John Owen on Knowledge

The difference between believers and unbelievers as to knowledge is not so much in the matter of their knowledge as in the manner of knowing. Unbelievers, some of them, may know more and be able to say more of God, his perfections, and his will, than many believers; but they know nothing as they ought,  nothing in a right manner, nothing spiritually and savingly, nothing with a holy, heavenly light. The excellency of a believer is, not that he has a large apprehension of things, but that what he does apprehend, which perhaps may be very little, he sees it in the light of the Spirit of God, in a saving, soul-transforming light; and this is that which gives us communion with God, and not prying thoughts or curious-raised notions.

John Owen, Of the Mortification of Sin in Believers in Kapic & Taylor (eds.), Overcoming Sin & Temptation (Crossway, 2006), p117

God: the principium essendi of knowledge

After Van Til’s brief discussion of Idealism, in his Introduction to Systematic Theology, he moves on to discuss the principium essendi of knowledge (p. 29). Van Til claims that all of our knowledge has its origin and foundation in God. The self-consciousness of God is necessary for us to know anything of Him. Indeed, our knowledge of any thing at all depends ultimately upon God’s own knowledge of that thing.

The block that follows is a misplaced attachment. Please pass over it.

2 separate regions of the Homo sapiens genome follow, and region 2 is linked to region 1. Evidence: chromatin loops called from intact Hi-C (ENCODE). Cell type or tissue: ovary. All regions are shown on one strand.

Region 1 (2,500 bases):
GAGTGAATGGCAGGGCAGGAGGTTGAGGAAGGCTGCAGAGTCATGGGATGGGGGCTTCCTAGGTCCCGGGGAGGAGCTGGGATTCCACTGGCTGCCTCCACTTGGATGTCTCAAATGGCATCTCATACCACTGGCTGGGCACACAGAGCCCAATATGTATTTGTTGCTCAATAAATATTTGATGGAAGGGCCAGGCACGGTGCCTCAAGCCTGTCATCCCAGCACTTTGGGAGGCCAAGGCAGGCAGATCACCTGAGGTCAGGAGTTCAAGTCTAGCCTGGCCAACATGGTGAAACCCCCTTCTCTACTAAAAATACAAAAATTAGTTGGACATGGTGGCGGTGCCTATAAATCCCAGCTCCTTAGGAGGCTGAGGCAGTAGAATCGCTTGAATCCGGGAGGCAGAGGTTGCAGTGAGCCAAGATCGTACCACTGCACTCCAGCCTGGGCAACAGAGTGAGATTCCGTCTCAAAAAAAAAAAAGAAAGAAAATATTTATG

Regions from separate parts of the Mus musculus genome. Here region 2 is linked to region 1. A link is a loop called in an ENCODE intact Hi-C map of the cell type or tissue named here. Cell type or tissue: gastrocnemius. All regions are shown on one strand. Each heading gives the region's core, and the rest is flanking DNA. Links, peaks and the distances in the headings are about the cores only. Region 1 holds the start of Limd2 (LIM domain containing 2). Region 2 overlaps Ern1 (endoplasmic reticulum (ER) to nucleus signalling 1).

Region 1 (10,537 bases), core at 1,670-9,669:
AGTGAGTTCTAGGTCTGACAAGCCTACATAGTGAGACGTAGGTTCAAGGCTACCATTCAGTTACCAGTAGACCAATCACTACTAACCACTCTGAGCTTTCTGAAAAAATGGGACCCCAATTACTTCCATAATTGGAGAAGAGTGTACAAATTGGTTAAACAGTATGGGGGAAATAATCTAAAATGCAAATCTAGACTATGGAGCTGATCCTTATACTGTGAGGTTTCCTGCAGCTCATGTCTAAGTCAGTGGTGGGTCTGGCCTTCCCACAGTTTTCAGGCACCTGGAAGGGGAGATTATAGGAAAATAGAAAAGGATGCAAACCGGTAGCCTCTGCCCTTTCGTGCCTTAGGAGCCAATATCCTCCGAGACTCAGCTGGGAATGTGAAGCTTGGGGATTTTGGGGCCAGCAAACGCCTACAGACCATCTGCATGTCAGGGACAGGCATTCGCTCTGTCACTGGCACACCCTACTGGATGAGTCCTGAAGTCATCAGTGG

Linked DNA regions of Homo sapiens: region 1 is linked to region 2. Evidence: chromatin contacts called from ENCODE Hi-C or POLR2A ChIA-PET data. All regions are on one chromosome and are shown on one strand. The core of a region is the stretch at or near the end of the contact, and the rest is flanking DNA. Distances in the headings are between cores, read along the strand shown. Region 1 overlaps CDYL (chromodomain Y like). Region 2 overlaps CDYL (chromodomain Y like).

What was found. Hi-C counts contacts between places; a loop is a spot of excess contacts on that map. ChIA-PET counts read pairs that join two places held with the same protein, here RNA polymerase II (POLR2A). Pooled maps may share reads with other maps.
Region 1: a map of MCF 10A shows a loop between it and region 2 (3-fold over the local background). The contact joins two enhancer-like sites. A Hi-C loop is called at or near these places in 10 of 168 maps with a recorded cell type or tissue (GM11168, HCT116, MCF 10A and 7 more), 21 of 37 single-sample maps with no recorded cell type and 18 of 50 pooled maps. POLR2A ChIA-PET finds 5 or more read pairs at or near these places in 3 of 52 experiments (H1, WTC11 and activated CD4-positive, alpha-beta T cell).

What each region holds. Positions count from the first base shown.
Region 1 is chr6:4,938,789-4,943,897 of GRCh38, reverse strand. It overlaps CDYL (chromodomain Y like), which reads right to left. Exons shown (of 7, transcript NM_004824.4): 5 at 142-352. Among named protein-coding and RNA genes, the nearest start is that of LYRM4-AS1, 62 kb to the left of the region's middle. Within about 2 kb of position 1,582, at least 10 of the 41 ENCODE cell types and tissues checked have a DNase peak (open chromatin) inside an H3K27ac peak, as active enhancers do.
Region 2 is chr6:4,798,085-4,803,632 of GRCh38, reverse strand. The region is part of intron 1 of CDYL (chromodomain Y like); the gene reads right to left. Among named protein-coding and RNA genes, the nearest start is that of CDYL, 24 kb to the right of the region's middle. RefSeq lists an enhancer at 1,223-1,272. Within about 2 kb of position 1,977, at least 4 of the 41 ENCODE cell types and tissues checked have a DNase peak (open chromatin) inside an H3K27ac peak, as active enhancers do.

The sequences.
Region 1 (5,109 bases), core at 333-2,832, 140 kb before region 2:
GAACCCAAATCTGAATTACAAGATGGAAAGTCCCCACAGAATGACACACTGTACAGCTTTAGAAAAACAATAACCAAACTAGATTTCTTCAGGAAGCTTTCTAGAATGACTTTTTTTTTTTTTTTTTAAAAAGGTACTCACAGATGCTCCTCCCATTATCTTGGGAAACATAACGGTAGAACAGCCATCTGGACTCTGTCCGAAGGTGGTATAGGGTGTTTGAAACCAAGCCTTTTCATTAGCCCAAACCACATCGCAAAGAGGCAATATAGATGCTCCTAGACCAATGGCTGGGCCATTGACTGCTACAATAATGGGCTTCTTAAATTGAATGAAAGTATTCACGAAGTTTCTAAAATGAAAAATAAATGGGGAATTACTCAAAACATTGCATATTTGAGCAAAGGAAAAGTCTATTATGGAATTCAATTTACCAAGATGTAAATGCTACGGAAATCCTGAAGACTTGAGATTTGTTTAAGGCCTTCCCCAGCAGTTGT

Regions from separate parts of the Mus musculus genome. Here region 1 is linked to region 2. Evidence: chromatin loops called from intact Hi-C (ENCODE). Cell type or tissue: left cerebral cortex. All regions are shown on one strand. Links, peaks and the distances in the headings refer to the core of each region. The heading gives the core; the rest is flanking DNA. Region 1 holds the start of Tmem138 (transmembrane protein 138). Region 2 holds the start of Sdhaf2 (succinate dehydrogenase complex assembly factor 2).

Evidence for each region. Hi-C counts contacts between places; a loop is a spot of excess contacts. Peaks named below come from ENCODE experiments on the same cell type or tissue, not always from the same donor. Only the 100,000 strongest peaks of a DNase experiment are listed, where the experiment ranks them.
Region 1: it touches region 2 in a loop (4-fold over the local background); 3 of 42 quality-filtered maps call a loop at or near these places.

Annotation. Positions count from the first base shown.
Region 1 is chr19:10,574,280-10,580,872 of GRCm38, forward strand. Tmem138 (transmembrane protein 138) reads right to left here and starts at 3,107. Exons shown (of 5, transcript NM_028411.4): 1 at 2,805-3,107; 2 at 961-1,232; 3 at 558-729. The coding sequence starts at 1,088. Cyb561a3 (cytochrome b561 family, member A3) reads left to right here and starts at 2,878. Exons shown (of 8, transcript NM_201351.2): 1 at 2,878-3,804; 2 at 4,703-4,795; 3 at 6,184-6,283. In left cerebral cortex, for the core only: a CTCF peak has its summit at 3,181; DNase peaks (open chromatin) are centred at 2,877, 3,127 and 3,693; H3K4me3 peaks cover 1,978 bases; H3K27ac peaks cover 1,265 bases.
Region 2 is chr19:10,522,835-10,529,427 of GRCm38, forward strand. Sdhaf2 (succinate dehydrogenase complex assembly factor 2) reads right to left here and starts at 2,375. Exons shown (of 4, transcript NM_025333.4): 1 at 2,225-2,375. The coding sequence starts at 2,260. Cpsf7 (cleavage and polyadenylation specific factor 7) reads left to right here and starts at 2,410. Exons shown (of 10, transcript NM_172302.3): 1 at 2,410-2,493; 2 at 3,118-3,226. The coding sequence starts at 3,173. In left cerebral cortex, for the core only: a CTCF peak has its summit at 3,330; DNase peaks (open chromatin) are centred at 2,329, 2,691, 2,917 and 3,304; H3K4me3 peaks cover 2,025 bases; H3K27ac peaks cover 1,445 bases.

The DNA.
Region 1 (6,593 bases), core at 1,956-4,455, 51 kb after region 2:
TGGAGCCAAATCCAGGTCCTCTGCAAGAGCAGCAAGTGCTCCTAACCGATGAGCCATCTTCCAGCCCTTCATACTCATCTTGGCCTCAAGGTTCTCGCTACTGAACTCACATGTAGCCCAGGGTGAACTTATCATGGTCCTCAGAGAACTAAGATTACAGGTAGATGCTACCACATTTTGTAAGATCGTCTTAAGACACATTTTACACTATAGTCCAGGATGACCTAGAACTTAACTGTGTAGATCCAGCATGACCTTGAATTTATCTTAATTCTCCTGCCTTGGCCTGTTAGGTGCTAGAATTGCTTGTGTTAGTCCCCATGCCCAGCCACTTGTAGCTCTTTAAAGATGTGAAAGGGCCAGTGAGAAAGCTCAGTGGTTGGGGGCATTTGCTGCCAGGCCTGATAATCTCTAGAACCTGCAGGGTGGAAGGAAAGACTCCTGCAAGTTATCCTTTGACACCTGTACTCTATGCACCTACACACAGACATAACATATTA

God’s knowledge of creation is archetypal in that His knowledge of things encompasses their essence as well as all their relations to other things. Since the works of creation are products of his own determination and will, the knowledge of God is immediate and He does not require discursive thought to infer or deduce new knowledge. His knowledge is comprehensive and perfect. All of God’s knowledge is present to His consciousness at the same time.

God’s knowledge of Himself is similarly comprehensive. God has no sub-consciousness, but is perfectly and completely self-conscious.  He knows transparently and exhaustively His own reasons and purposes for acting, both amongst the members of the Godhead and in His dealings with His creatures.  There is nothing in the being or acts of God that are not fully comprehended by Him.

It is this self-conscious knowing of God that allows man to obtain knowledge of Him. As Berkhof says:

 “It is impossible to deduce a conscious creature from an unconscious God, a creature that knows God from a God that does not know Himself. We can find the principium of our theology only in a personal God, perfect in self-consciousness, as He freely, consciously, and truly reveals Himself.”

In other words, a self-conscious act of self-revelation of God is required for us to know Him. He actively reveals Himself, rather than passively allowing Himself to be discovered and observed by His creatures. This is why Berkhof follows Bavinck by asserting that “Pantheism [ie a god that lacks self-consciousness) is the death of theology”. A being that is not a self-conscious being cannot be a self-revealing being. Bavinck states that God “is knowable only because and insofar as he himself wants to be known.”